Group Synchronization for Multimedia Systems

Group Synchronization for Multimedia Systems

Dimitris N. Kanellopoulos (University of Patras, Greece)
Copyright: © 2018 |Pages: 12
DOI: 10.4018/978-1-5225-2255-3.ch559
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Abstract

Group or inter-destination media synchronization (IDMS) addresses the presentation of a stream at all the receivers of a group, simultaneously. To ensure synchronized delivery of multimedia information, intelligent synchronization protocols/techniques are required. This article illustrates various issues on intra- and inter-media synchronization and presents the basic schemes for inter-destination media synchronization (IDMS). It presents in short IDMS standardization efforts and novel solutions for new multimedia applications. Finally, it outlines future research directions for multimedia group synchronization.
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Introduction

An important feature of multimedia applications is the integration of multiple media streams that have to be presented in a synchronized fashion (Li et al., 1997). Synchronization is mainly the preservation of the temporal constraints within and among multimedia data streams at the time of playout. Temporal relations define the temporal dependencies between media objects (Blakowski & Steinmetz, 1996). An example of a temporal relation is the relation between a video and an audio object that are recorded during a concert. If these objects are presented, the temporal relation during the presentations of the two media objects must correspond to the temporal relation at the time of recording. Discrete media like text, graphics, and images are time-independent media objects, while the semantic of their respective content does not depend upon a presentation to the time domain. A discrete media object is frequently presented using one presentation unit. On the contrary, a time-dependent media object is presented as a media stream. In a continuous media stream (e.g. video), the presentation durations of all units of a time-dependent media object are equal (Li et al., 1997). For example, a video consists of a number of ordered frames. Each of these frames has fixed presentation duration.

Most of the components of a multimedia system support and address temporal synchronization. These components include the operating system, communication subsystem, databases, documents and even applications. In distributed multimedia systems, networks introduce random delays in the delivery of multimedia information, and there are four sources of asynchrony that can disrupt synchronization (Akyildiz & Yen, 1996):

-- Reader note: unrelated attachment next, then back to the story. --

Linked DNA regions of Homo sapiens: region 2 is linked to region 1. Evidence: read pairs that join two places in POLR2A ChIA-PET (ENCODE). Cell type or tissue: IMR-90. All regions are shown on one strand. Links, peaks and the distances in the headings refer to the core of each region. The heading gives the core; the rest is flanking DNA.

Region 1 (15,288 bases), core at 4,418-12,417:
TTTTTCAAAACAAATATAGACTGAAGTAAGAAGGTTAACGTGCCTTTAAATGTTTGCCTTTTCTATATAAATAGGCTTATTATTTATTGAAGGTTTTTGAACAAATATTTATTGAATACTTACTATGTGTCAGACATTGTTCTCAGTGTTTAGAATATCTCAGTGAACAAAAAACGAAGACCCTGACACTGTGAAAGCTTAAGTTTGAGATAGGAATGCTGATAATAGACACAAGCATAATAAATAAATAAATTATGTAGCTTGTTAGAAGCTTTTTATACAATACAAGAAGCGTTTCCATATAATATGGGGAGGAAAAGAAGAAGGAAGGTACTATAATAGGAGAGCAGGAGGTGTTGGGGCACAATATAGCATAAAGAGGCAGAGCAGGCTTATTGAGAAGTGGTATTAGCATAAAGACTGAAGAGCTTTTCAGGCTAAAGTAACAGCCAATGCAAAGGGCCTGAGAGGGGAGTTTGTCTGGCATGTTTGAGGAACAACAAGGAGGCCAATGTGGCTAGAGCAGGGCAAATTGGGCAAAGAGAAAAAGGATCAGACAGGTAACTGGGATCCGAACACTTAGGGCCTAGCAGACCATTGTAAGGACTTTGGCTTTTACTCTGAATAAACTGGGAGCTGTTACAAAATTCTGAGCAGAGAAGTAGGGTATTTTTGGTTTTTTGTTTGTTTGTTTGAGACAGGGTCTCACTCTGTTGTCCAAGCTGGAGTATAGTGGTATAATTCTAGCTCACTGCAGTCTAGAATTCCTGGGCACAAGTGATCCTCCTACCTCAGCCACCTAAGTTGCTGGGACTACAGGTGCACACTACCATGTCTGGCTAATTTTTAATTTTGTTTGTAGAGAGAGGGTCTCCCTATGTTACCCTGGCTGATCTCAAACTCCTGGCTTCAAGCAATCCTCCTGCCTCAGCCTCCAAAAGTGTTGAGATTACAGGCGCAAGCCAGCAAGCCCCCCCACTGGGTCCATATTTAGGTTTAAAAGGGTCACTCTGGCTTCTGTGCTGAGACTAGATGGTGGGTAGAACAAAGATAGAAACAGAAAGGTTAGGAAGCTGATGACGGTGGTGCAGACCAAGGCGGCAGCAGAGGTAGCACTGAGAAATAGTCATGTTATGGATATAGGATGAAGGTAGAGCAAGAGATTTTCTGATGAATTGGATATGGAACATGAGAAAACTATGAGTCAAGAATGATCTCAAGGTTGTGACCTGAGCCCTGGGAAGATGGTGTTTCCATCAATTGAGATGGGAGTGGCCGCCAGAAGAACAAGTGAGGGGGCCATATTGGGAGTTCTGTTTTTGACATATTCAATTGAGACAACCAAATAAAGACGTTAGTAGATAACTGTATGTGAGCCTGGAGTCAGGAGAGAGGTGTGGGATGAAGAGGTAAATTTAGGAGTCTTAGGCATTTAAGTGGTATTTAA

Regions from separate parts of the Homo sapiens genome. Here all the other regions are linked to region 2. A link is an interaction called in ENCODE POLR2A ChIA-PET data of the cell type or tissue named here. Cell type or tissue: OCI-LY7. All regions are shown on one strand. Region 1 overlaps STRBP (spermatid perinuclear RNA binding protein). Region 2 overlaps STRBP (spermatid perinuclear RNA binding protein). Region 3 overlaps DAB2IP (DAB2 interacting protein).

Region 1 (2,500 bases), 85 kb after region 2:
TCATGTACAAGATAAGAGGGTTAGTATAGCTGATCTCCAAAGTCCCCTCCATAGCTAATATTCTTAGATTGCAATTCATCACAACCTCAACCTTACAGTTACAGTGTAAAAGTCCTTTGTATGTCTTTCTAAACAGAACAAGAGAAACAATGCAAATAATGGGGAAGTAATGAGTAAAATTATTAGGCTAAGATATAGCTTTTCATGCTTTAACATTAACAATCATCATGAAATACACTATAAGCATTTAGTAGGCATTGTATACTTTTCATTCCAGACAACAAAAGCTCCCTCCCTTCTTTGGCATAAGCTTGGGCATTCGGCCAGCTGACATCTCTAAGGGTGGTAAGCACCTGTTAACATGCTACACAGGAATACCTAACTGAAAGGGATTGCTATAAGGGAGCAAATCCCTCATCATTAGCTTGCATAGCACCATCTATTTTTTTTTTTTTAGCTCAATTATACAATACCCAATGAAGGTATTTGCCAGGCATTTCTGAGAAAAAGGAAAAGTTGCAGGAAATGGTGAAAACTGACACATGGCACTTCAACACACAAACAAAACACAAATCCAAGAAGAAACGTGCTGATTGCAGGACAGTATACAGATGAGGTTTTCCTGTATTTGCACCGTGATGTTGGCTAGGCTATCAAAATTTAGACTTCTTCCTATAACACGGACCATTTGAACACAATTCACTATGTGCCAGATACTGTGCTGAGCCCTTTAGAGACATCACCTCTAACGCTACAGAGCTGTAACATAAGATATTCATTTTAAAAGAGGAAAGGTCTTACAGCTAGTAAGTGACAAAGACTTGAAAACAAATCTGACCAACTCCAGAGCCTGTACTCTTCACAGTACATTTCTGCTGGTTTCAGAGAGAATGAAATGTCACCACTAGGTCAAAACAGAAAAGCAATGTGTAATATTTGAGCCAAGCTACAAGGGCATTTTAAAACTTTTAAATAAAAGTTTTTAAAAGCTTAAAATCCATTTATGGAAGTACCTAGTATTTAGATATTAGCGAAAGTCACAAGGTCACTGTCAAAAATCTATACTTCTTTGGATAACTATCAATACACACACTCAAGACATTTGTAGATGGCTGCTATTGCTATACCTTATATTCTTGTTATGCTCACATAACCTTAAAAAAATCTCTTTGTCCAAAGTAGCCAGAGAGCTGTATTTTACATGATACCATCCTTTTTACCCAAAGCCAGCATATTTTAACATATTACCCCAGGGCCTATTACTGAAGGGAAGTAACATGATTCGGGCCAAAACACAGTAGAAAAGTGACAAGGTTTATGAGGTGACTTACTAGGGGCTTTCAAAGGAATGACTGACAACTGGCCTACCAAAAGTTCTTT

• Delay Jitter and Local Clock Drift.

  • Different Initial Collection Times. Let us consider two media sources, one providing voice and the other video. If these sources start to collect their media units (MUs) at different times, the playback of the MUs of voice and video from the two sources at the receiver loses semantic meaning.

  • Different Initial Playback Times. If the initial playback times are different for each user, then asynchrony will arise.

To ensure synchronized delivery of multimedia information, intelligent synchronization protocols/techniques are required. This article illustrates various issues on intra- and inter-media synchronization and presents the basic schemes for inter-destination media synchronization (IDMS). It presents IDMS standardization efforts and novel solutions for new multimedia applications. Finally, it outlines future research directions for IDMS.

Key Terms in this Chapter

Scripts: A synchronization specification method that describes synchronization scenarios in multimedia objects.

Synthetic Synchronization: Such synchronization is used in presentation and retrieval-based systems with stored data objects that are arranged to provide new multimedia objects. The temporal relations have been artificially assigned to media that were created independently of each other.

Quality of Experience (QoE): A measure of a customer’s experiences with a service (e.g. IPTV).

Synchronous Shared Experiences: New social multimedia applications and services wherein groups of users in different locations can watch multimedia content, while synchronously communicating with each other.

Reactive Control Techniques: These techniques are designed to recover synchronization in the presence of synchronization errors.

Virtual-Time Rendering (VTR) Algorithm: A popular intra- and inter-stream synchronization algorithm applicable to networks with unknown delay bounds. It makes use of globally synchronized clocks, and consists of the dynamic adjustment of the MUs rendering-time, according to the network condition.

Preventive Control Techniques: They used to prevent the asynchrony in the media streams. They minimize latencies and jitters and involve disk-reading scheduling algorithms, network transport protocols, operating systems, and synchronization schedulers. AU23: Reference appears to be out of alphabetical order. Please check

Delay Jitter: The variation of end-to-end delay; an inherent characteristic of best-effort networks.

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